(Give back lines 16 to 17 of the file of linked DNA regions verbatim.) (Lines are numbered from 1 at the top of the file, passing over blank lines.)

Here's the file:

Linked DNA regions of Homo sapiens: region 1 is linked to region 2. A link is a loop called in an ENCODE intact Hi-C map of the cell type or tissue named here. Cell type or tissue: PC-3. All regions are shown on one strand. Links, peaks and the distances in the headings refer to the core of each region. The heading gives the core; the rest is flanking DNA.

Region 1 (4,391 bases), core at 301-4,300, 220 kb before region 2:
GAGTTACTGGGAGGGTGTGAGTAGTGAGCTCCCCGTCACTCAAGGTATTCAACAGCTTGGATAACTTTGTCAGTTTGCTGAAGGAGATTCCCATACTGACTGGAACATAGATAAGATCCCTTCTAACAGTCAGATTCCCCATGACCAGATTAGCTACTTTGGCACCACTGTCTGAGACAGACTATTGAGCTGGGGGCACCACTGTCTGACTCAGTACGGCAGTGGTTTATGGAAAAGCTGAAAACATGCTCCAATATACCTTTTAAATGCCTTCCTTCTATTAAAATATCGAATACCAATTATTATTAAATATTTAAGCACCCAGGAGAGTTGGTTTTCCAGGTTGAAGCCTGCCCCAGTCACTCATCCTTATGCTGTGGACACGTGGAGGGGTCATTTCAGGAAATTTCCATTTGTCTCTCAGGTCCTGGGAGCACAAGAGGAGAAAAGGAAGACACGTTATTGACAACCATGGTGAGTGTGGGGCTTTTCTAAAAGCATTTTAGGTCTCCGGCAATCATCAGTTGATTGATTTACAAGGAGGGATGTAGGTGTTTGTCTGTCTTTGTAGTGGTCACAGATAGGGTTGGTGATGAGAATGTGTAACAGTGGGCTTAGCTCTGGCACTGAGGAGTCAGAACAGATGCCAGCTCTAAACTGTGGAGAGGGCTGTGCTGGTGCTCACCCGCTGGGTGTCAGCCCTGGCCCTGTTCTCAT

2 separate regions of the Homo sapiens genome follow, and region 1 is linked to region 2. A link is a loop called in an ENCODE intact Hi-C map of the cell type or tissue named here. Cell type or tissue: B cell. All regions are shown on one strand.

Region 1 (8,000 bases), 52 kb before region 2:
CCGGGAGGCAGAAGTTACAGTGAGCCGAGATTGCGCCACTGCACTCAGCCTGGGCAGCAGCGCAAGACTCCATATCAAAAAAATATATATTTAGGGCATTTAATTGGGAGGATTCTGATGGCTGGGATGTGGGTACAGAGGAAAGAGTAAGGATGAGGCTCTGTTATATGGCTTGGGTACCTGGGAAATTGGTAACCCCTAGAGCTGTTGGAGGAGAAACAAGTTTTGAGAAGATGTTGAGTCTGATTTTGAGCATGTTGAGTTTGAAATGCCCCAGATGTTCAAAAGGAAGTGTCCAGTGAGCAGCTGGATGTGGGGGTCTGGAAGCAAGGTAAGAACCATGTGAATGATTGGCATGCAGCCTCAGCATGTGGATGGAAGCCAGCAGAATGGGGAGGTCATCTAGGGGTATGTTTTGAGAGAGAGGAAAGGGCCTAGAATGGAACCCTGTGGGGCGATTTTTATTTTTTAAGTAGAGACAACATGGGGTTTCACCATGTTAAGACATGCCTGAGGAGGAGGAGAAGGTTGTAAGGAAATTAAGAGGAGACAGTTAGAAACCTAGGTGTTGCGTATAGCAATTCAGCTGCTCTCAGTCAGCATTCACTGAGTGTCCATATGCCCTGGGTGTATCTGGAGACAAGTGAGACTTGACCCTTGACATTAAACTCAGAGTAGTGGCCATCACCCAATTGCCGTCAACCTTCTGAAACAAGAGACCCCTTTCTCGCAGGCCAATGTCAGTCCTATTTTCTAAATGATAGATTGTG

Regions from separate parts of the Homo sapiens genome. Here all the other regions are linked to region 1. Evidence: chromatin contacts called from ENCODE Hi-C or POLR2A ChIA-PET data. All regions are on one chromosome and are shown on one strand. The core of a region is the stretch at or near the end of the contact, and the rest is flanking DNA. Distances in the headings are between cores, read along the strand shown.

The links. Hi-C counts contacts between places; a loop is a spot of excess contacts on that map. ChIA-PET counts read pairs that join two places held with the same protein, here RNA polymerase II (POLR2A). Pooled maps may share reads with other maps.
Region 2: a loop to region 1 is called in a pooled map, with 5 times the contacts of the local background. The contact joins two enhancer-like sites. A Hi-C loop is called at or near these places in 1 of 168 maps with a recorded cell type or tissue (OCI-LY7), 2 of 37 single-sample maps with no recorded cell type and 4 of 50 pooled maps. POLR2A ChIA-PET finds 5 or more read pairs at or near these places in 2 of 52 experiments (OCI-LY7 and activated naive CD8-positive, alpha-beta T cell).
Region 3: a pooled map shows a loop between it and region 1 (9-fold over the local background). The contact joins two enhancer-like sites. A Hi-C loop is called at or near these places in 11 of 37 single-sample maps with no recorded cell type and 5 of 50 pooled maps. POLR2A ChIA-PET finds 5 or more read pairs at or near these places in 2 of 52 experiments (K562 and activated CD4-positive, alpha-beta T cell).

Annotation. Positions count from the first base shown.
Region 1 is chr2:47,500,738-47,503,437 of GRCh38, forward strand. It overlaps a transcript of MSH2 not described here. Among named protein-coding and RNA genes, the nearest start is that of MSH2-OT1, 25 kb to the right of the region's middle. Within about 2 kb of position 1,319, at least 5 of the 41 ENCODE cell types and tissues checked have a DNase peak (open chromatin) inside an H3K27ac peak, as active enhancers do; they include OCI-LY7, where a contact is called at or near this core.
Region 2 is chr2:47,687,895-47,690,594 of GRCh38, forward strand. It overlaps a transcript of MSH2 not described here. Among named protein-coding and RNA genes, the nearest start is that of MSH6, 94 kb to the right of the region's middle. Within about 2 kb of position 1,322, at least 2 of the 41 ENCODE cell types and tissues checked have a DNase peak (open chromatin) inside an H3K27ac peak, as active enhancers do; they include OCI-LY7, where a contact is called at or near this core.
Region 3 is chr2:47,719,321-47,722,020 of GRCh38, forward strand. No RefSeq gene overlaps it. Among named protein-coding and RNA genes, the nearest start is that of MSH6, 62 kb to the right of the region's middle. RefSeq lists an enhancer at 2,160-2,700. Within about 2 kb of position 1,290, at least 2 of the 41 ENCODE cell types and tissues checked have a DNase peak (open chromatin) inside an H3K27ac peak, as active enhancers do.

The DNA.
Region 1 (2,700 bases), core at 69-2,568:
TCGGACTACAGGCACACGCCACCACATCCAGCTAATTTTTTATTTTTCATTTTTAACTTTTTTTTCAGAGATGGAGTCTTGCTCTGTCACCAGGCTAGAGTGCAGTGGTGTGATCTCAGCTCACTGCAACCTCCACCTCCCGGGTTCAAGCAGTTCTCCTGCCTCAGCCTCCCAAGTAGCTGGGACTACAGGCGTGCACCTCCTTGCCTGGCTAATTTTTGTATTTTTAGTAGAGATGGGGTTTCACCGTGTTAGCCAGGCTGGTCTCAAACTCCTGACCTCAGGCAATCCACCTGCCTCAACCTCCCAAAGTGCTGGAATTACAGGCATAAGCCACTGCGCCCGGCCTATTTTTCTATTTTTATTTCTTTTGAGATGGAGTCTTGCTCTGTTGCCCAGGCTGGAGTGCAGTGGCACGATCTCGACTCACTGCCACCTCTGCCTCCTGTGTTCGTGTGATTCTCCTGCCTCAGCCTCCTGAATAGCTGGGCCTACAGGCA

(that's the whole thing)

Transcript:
Region 1 (2,700 bases), core at 69-2,568:
TCGGACTACAGGCACACGCCACCACATCCAGCTAATTTTTTATTTTTCATTTTTAACTTTTTTTTCAGAGATGGAGTCTTGCTCTGTCACCAGGCTAGAGTGCAGTGGTGTGATCTCAGCTCACTGCAACCTCCACCTCCCGGGTTCAAGCAGTTCTCCTGCCTCAGCCTCCCAAGTAGCTGGGACTACAGGCGTGCACCTCCTTGCCTGGCTAATTTTTGTATTTTTAGTAGAGATGGGGTTTCACCGTGTTAGCCAGGCTGGTCTCAAACTCCTGACCTCAGGCAATCCACCTGCCTCAACCTCCCAAAGTGCTGGAATTACAGGCATAAGCCACTGCGCCCGGCCTATTTTTCTATTTTTATTTCTTTTGAGATGGAGTCTTGCTCTGTTGCCCAGGCTGGAGTGCAGTGGCACGATCTCGACTCACTGCCACCTCTGCCTCCTGTGTTCGTGTGATTCTCCTGCCTCAGCCTCCTGAATAGCTGGGCCTACAGGCA